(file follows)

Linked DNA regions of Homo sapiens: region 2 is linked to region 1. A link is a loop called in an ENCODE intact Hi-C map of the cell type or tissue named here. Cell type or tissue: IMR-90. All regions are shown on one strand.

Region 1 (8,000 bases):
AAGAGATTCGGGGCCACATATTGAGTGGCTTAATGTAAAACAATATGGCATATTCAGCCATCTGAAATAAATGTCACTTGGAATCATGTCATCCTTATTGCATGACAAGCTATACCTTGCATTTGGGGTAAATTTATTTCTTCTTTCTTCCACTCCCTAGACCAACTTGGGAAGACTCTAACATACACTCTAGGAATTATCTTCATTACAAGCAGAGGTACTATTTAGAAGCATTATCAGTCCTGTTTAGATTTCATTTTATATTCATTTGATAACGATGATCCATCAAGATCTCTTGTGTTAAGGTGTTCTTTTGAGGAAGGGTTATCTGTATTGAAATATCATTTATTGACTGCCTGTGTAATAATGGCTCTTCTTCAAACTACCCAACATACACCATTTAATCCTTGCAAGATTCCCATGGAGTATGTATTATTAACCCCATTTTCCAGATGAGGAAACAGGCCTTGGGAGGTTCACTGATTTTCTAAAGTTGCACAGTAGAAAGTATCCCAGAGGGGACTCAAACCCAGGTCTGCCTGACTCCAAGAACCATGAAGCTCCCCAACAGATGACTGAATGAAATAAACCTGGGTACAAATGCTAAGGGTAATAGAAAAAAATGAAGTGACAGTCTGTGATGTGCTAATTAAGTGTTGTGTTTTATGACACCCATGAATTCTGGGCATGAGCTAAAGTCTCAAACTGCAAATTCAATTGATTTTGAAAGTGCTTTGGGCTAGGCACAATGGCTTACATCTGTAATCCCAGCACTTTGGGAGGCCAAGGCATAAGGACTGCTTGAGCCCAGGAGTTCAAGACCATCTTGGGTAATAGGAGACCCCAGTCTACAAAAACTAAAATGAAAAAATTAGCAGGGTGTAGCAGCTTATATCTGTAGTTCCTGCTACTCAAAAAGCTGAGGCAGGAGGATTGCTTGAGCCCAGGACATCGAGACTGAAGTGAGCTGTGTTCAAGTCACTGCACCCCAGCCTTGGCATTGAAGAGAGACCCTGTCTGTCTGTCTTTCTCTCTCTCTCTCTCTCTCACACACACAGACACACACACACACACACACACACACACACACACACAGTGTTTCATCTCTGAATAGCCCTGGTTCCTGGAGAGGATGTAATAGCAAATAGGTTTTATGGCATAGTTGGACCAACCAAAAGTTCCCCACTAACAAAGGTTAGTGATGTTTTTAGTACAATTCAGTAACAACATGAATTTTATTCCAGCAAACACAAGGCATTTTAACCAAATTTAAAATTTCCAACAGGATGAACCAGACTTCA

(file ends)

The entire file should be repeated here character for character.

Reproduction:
Linked DNA regions of Homo sapiens: region 2 is linked to region 1. A link is a loop called in an ENCODE intact Hi-C map of the cell type or tissue named here. Cell type or tissue: IMR-90. All regions are shown on one strand.

Region 1 (8,000 bases):
AAGAGATTCGGGGCCACATATTGAGTGGCTTAATGTAAAACAATATGGCATATTCAGCCATCTGAAATAAATGTCACTTGGAATCATGTCATCCTTATTGCATGACAAGCTATACCTTGCATTTGGGGTAAATTTATTTCTTCTTTCTTCCACTCCCTAGACCAACTTGGGAAGACTCTAACATACACTCTAGGAATTATCTTCATTACAAGCAGAGGTACTATTTAGAAGCATTATCAGTCCTGTTTAGATTTCATTTTATATTCATTTGATAACGATGATCCATCAAGATCTCTTGTGTTAAGGTGTTCTTTTGAGGAAGGGTTATCTGTATTGAAATATCATTTATTGACTGCCTGTGTAATAATGGCTCTTCTTCAAACTACCCAACATACACCATTTAATCCTTGCAAGATTCCCATGGAGTATGTATTATTAACCCCATTTTCCAGATGAGGAAACAGGCCTTGGGAGGTTCACTGATTTTCTAAAGTTGCACAGTAGAAAGTATCCCAGAGGGGACTCAAACCCAGGTCTGCCTGACTCCAAGAACCATGAAGCTCCCCAACAGATGACTGAATGAAATAAACCTGGGTACAAATGCTAAGGGTAATAGAAAAAAATGAAGTGACAGTCTGTGATGTGCTAATTAAGTGTTGTGTTTTATGACACCCATGAATTCTGGGCATGAGCTAAAGTCTCAAACTGCAAATTCAATTGATTTTGAAAGTGCTTTGGGCTAGGCACAATGGCTTACATCTGTAATCCCAGCACTTTGGGAGGCCAAGGCATAAGGACTGCTTGAGCCCAGGAGTTCAAGACCATCTTGGGTAATAGGAGACCCCAGTCTACAAAAACTAAAATGAAAAAATTAGCAGGGTGTAGCAGCTTATATCTGTAGTTCCTGCTACTCAAAAAGCTGAGGCAGGAGGATTGCTTGAGCCCAGGACATCGAGACTGAAGTGAGCTGTGTTCAAGTCACTGCACCCCAGCCTTGGCATTGAAGAGAGACCCTGTCTGTCTGTCTTTCTCTCTCTCTCTCTCTCTCACACACACAGACACACACACACACACACACACACACACACACACACAGTGTTTCATCTCTGAATAGCCCTGGTTCCTGGAGAGGATGTAATAGCAAATAGGTTTTATGGCATAGTTGGACCAACCAAAAGTTCCCCACTAACAAAGGTTAGTGATGTTTTTAGTACAATTCAGTAACAACATGAATTTTATTCCAGCAAACACAAGGCATTTTAACCAAATTTAAAATTTCCAACAGGATGAACCAGACTTCA